Fishing Licenses
Do I understand it’s possible to renew my fishing license automatically?
A: Yes, that’s possible through the California Department of Fish and Wildlife auto-renewal program, which allows customers to authorize CDFW to automatically charge their credit card for annual sport fishing licenses, report cards and validations prior to their expiration dates.

An angler wearing a tan fishing vest and black shirt fishes in a river in Mono County.
Angler fishes in a river in Mono County. Credit: California Department of Fish and Wildlife

This convenient option means anglers no longer need to worry about lapses in licensure occurring during transitions to new license years.

Because auto-renewal is a pilot program, it’s limited to sport fishing items. Hunting licenses, commercial fishing licenses, falconry licenses etc., are not yet included.

All the information you’ll need on this option is available under the auto-renewal section of the Online License Sales Frequently Asked Questions web page.

Water for Wildlife
With the drought being over, is it less urgent or necessary to provide water guzzlers to desert bighorn sheep?
A: Even though California experienced substantial rainfall and runoff in 2023, southern California’s Sonoran Desert still received below-average precipitation.

For more than 40 years, CDFW and volunteer groups like the Society for the Conservation of Bighorn Sheep and Desert Wildlife Unlimited, have assisted desert-roaming wildlife with ensuring water is available to desert wildlife by maintaining wildlife water developments (WWDs), also known as guzzlers.

These large tanks are designed to refill on their own with rainfall that’s collected and then stored for drinking during hot and dry summer months.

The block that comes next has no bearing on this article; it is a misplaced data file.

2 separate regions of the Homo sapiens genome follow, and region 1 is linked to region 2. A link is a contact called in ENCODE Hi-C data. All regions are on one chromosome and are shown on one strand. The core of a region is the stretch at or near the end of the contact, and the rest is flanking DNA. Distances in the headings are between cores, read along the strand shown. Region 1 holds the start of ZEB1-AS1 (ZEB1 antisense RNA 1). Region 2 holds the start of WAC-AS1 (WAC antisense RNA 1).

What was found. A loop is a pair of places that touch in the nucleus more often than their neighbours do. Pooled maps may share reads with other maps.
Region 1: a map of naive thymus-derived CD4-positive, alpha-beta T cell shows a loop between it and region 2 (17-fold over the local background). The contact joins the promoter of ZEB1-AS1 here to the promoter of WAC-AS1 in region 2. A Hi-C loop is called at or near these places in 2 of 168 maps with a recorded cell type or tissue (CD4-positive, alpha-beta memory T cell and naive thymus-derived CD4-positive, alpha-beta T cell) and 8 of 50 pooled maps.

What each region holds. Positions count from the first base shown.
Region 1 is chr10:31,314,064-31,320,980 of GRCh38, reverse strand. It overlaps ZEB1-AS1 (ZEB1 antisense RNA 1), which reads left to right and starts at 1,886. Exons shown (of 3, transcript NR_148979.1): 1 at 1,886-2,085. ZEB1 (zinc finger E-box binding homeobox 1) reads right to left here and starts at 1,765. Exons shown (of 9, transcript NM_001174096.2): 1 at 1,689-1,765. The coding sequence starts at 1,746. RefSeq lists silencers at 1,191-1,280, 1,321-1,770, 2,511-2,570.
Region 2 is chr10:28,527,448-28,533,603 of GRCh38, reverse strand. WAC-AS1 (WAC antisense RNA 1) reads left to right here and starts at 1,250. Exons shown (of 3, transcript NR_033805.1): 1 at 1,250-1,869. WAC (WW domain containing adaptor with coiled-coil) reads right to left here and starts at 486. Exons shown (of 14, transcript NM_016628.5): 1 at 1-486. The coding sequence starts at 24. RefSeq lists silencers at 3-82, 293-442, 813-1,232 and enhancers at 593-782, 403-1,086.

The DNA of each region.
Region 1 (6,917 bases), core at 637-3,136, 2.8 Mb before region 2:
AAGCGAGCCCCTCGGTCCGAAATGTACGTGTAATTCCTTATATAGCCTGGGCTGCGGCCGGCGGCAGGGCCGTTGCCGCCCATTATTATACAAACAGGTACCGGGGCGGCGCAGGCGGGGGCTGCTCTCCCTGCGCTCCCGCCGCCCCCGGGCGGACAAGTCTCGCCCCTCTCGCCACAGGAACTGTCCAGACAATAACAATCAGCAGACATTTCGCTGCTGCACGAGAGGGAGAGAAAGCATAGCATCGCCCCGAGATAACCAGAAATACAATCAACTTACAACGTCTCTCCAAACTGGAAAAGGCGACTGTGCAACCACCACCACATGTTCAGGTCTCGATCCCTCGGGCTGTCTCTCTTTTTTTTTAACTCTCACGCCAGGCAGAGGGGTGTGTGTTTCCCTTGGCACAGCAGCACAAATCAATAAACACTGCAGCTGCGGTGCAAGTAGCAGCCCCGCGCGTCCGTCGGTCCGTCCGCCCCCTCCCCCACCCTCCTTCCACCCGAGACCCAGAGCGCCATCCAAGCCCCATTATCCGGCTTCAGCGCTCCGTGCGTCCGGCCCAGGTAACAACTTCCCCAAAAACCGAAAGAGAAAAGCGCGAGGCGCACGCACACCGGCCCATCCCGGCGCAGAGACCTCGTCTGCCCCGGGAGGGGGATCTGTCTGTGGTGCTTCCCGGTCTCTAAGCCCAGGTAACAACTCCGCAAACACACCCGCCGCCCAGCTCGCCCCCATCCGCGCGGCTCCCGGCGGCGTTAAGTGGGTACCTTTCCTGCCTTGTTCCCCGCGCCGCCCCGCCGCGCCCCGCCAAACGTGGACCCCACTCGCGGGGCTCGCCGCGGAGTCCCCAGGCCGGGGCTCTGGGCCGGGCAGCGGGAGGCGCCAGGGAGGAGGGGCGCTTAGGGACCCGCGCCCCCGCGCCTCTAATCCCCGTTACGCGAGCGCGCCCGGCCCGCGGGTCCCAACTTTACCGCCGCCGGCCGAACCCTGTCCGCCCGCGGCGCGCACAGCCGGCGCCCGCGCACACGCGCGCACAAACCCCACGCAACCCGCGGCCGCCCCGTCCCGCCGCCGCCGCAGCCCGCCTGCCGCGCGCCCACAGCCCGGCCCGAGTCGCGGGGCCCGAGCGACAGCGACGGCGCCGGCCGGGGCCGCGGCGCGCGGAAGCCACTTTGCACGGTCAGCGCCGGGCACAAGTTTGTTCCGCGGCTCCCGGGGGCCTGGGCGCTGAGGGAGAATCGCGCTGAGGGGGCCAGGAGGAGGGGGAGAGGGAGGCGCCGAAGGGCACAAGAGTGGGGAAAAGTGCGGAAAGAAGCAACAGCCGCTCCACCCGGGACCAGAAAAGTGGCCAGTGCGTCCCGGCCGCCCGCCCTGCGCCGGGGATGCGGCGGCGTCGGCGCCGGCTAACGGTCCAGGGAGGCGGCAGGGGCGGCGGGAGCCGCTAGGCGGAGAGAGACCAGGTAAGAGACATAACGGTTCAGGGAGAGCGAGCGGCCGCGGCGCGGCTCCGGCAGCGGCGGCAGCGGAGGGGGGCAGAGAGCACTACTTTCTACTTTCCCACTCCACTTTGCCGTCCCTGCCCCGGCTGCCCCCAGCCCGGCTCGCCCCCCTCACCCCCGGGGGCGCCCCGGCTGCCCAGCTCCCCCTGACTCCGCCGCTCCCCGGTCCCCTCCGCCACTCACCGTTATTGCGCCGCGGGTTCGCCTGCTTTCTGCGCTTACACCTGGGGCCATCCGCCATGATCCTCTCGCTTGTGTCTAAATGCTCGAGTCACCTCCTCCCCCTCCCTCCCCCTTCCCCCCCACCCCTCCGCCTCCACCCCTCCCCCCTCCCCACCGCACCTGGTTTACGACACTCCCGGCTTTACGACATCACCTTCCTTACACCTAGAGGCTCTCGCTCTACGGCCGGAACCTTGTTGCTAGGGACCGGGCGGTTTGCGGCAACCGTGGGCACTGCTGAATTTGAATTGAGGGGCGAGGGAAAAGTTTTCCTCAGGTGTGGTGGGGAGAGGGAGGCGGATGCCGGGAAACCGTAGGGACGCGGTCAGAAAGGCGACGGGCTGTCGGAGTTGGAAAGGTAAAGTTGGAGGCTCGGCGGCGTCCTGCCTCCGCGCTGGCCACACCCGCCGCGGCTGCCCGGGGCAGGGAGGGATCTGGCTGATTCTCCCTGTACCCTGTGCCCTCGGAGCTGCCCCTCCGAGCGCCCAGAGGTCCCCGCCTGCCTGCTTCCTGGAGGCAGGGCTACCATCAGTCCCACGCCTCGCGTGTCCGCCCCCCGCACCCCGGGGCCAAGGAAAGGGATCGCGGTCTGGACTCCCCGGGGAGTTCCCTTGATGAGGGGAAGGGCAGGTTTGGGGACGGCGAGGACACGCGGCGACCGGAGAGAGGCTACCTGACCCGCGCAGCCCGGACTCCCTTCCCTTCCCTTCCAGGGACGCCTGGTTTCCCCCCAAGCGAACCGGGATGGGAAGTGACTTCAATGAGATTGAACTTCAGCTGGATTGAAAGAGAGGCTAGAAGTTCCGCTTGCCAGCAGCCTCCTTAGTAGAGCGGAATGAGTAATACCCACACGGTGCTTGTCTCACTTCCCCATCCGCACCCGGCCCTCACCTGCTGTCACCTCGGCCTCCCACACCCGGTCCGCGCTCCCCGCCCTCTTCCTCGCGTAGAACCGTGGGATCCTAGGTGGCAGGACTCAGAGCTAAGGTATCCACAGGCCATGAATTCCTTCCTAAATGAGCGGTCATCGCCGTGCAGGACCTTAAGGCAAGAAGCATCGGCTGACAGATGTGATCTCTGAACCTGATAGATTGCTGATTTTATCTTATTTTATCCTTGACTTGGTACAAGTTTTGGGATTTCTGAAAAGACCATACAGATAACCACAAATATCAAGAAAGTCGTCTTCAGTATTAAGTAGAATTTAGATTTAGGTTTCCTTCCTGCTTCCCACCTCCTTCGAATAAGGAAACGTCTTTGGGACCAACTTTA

Because desert water supplies are always a challenge, CDFW and its partners work with land management agencies to explore improvements to the WWD system. Those improvements would increase the capacity and collection efficiency of the tanks and rain collection system.

While bighorn sheep are the largest consumers of desert water systems, golden eagles, badgers, bobcats, and mountain lions also benefit.

Dozens of WWDs are in use in both the Sonoran and Mojave deserts, as natural water sources have become increasingly unreliable due to drought and climate change.

Call Before Consuming Tags
I harvested an animal with a tag on its ear that reads “call before consuming.” What should I do?
A: Those tags are placed on deer, bear, pronghorn, elk, and bighorn sheep that have been treated with a drug by CDFW and have the potential to be harvested.

Drugs may leave residues in the animal’s system that make it unsafe for human consumption for a given period of time. Eventually, the drugs are metabolized by the animal. The time between use of a drug and when it is no longer in the animal’s system is called the withdrawal period.

If hunters harvest an animal with a “call before consuming” tag, they should call the phone number listed, 916-358-2790, prior to consuming any part of a carcass to confirm it was outside of the withdrawal period.

CDFW avoids using drugs in game species close to the hunt season, but occasionally the need for chemical immobilization during this time does occur.

Calling the CDFW number also helps us better understand the fate of an animal that may be part of a study.

Bullfrog Hunting
Can bullfrogs be taken with an air rifle? The California Code of Regulations specifies no firearm can be used to take any aquatic creatures but doesn’t specifically spell out air rifles.
A: The take of bullfrogs is regulated in two primary sections of the California Code of Regulations (CCR).

To begin by answering your question directly, regulations do not authorize take of bullfrogs or any other amphibian by air rifle.

CCR, section 5.05(e)(1) defines methods of take for amphibians: Amphibians may be taken only by hand, hand-held dip net or hook and line, except bullfrogs may also be taken by lights, spears, gigs, grabs, paddles, bow and arrow or fishing tackle.

FYI, pursuant to CCR Section 5.05(b)(23) and Section 5.05(d), there is no limit on the take of American bullfrogs (Lithobates berlandieri), and they may be taken at any time, day or night.